Late Phases was screened during the midnight series portion of SXSW and I don’t think there is any time more appropriate to catch the werewolf flick. Directed by Argentine director Adrián García Bogliano, Late Phases is the type of film you want to watch late at night with your mind halfway turned off. It’s a bit more fun that way, and (slightly) more tolerable.
In the film a blind war veteran named Ambrose (Nick Damici) is moved to a retirement community known as Crescent Bay. It seems like a nice, safe place to live the latter years of ones life. The only things is that the residents have been suffering from what seems like random animal attacks inside their homes. Only the attacks aren’t that random, they come once a month. As we soon find out, they’re not done by animals, but rather by a giant werewolf that no person – let alone the elderly – could fight off. Except for Ambrose.
On his first night at his new home, Ambrose is attacked by one of them. It was surprising to see the creature so immediately, I didn’t expect them to show their guns so soon. He’s able to survive the attack, but is still stuck at the community knowing that the next attack is only a month away. It doesn’t help that the community residents are equally odd people. There are a group of two faced elderly ladies, and other odd-ball residents that just seem off. They all take group trips to their church together, led by Father Roger (Tom Noonan). Ambrose sticks out like a sore thumb, but has to make due.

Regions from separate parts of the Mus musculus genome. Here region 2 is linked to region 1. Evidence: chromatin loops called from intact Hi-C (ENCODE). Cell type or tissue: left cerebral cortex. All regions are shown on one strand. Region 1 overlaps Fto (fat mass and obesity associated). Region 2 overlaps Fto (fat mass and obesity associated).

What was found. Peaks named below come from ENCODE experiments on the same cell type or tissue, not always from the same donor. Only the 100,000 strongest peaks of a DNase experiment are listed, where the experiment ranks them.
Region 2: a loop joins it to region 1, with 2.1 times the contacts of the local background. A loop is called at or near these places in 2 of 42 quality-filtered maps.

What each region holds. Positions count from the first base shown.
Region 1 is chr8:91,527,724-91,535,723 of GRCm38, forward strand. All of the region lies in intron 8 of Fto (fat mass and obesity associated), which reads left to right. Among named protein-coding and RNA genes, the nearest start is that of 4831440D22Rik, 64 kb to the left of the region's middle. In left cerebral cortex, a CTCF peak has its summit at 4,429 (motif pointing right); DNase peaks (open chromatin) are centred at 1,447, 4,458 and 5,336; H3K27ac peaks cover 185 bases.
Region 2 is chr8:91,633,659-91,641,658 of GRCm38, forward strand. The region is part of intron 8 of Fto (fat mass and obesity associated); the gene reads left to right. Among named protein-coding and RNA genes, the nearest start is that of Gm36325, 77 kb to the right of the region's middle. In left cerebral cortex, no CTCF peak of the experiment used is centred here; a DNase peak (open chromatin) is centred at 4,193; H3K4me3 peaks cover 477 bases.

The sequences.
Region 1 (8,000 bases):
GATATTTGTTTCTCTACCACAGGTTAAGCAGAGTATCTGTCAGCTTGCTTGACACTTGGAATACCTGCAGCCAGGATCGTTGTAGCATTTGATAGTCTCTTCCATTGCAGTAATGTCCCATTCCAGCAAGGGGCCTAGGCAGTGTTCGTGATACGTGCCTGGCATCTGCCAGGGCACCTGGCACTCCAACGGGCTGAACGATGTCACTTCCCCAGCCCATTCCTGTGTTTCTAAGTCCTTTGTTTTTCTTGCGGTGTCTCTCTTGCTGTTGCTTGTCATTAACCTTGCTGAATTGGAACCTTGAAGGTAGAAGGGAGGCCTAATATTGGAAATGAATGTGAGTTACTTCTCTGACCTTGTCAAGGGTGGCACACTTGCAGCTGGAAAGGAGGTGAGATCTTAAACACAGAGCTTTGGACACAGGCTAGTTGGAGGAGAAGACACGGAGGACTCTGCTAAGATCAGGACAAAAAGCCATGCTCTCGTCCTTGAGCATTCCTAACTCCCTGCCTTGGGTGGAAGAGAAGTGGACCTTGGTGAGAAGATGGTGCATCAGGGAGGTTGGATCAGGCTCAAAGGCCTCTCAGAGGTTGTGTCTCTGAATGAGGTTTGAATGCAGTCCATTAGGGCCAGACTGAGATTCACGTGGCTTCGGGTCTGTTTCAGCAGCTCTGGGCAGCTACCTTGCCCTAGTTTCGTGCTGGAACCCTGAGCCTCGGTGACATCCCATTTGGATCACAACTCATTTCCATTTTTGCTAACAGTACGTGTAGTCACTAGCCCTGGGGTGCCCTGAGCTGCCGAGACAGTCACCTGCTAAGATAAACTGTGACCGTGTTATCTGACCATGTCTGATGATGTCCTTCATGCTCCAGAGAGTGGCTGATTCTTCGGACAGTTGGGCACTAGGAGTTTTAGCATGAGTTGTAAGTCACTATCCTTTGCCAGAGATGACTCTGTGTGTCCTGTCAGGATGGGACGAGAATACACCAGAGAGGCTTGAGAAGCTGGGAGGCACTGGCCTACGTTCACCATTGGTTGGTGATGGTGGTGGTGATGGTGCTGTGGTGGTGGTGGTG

Although he’s blind, he’s still able to protect himself. He spends the following days preparing for the beast that he knows awaits him. In between this Ambrose is trying to salvage the relationship with his son Will (Ethan Embry), who put his father in the retirement home against his will.
Late Phases is a bit of mess, suffering from an unbalanced tone and an overwhelming cheesiness. Eric Stolze’s screenplay tries to find a balance between the personal relationships of Ambrose and Will as well as Ambrose and the residents, but doesn’t quite hold up next to the goofy horror sequences. To be fair to Bogliano, it’s the first film he directed in English. Even so, I couldn’t get over how laughable the creatures looked and how off-center the whole thing felt.
Some may find Late Phases to be in the so bad its good horror fare, but I didn’t find much enjoyment in it aside from the performance of Nick Damici, who was a believable blind person. Other than that, Late Phases is an excursion only meant for viewings during the dead hours of the night.